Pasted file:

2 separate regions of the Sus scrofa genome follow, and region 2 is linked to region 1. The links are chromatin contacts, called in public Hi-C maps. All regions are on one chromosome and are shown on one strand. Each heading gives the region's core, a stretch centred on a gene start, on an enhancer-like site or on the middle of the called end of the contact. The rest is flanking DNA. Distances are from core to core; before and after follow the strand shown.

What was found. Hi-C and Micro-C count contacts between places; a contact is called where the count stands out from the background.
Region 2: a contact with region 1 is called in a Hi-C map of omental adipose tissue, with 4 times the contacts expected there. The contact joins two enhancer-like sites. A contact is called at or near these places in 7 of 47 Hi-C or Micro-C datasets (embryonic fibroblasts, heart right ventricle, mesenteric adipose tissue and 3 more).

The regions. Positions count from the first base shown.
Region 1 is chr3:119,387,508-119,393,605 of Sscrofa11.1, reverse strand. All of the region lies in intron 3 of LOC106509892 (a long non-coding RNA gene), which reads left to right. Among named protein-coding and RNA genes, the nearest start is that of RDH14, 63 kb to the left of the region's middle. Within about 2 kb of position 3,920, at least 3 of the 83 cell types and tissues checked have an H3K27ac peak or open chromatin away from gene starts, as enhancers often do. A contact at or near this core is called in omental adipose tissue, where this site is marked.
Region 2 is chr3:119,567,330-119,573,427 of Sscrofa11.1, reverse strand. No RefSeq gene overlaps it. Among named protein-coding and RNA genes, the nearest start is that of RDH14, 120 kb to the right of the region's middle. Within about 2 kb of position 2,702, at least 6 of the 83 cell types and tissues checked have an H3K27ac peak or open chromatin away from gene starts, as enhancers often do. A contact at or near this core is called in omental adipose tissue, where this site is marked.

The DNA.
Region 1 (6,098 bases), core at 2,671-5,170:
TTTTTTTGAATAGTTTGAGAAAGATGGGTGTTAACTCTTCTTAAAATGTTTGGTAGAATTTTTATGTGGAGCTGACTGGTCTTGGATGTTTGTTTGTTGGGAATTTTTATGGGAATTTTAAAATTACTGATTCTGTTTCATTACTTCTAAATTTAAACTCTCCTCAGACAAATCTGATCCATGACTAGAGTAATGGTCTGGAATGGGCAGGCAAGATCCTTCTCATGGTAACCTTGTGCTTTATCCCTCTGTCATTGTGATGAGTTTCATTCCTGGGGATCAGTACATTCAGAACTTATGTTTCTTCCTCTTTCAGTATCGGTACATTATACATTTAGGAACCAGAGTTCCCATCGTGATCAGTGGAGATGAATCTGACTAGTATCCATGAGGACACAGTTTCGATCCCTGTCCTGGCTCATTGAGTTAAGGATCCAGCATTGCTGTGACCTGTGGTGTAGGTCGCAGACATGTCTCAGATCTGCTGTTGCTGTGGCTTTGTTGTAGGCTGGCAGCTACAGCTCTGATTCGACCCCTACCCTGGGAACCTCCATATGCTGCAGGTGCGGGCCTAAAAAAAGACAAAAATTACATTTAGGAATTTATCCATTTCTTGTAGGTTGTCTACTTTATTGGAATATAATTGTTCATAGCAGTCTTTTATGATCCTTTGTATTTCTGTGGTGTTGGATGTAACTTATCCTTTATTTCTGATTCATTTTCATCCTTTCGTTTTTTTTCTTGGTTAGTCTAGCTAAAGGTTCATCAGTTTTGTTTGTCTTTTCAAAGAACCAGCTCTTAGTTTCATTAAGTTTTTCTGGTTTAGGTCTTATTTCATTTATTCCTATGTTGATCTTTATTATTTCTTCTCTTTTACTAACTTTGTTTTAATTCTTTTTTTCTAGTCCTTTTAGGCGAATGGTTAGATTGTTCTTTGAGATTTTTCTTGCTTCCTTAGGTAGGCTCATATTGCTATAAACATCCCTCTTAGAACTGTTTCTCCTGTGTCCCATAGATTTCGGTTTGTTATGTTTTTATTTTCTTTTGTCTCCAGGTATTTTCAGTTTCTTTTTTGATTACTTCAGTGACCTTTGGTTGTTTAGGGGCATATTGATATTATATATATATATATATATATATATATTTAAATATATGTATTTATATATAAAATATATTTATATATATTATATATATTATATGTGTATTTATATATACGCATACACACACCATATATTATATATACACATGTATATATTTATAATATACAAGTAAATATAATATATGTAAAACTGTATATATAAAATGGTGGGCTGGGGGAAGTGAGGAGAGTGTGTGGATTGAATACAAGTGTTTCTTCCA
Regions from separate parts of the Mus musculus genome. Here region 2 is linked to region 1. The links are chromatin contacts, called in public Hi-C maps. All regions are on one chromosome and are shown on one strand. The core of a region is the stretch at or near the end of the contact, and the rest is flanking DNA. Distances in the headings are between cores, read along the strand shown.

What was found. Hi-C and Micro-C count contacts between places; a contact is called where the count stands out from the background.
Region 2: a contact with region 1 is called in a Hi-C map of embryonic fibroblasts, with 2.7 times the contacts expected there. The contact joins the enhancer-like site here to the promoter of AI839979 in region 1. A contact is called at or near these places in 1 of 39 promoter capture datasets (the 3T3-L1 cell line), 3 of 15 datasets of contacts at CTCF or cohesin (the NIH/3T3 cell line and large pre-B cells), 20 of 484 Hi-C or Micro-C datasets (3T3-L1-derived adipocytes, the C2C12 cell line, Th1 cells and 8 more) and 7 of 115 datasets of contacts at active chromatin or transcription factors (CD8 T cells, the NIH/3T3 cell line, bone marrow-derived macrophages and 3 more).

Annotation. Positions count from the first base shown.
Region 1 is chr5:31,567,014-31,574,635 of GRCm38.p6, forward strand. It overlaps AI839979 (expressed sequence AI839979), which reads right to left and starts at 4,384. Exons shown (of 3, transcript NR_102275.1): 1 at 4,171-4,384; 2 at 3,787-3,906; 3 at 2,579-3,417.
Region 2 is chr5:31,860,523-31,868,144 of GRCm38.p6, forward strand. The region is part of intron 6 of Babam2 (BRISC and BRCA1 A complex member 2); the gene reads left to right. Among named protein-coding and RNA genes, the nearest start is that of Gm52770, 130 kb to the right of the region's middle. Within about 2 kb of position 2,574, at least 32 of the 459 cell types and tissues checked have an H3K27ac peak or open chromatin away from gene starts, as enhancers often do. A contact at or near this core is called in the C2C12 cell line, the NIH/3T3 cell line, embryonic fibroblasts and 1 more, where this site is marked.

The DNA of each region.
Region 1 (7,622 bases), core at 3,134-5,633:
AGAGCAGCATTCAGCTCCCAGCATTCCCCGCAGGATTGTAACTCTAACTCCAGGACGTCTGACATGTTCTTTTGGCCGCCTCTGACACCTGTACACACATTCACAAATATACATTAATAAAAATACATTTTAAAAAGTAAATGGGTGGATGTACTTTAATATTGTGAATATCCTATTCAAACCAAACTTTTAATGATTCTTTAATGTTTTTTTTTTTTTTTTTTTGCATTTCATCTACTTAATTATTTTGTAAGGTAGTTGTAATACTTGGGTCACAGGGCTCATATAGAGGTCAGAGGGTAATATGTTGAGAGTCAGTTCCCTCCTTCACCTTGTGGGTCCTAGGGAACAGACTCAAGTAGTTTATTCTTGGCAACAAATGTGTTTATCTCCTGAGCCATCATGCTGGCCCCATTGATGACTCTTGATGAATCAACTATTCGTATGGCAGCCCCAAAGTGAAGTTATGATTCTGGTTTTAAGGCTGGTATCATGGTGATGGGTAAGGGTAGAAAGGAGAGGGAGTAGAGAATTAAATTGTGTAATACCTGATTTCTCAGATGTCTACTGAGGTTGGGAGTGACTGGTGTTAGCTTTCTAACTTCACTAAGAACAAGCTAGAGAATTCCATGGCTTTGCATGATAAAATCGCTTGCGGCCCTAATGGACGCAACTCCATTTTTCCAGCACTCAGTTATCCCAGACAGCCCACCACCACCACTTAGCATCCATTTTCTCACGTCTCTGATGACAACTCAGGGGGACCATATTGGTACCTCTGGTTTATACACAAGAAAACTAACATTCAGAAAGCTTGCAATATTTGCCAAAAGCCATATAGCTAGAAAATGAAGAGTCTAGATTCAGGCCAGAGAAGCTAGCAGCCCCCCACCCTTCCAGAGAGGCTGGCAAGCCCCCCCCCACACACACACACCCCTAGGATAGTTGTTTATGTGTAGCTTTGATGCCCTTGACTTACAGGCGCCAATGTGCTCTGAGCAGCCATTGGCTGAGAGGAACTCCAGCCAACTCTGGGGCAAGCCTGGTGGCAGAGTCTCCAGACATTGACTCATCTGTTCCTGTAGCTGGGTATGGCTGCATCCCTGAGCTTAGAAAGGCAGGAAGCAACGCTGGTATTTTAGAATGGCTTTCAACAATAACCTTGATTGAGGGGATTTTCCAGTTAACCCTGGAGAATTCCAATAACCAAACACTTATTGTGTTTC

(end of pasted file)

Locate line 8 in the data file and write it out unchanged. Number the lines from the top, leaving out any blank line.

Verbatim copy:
Region 1 (6,098 bases), core at 2,671-5,170: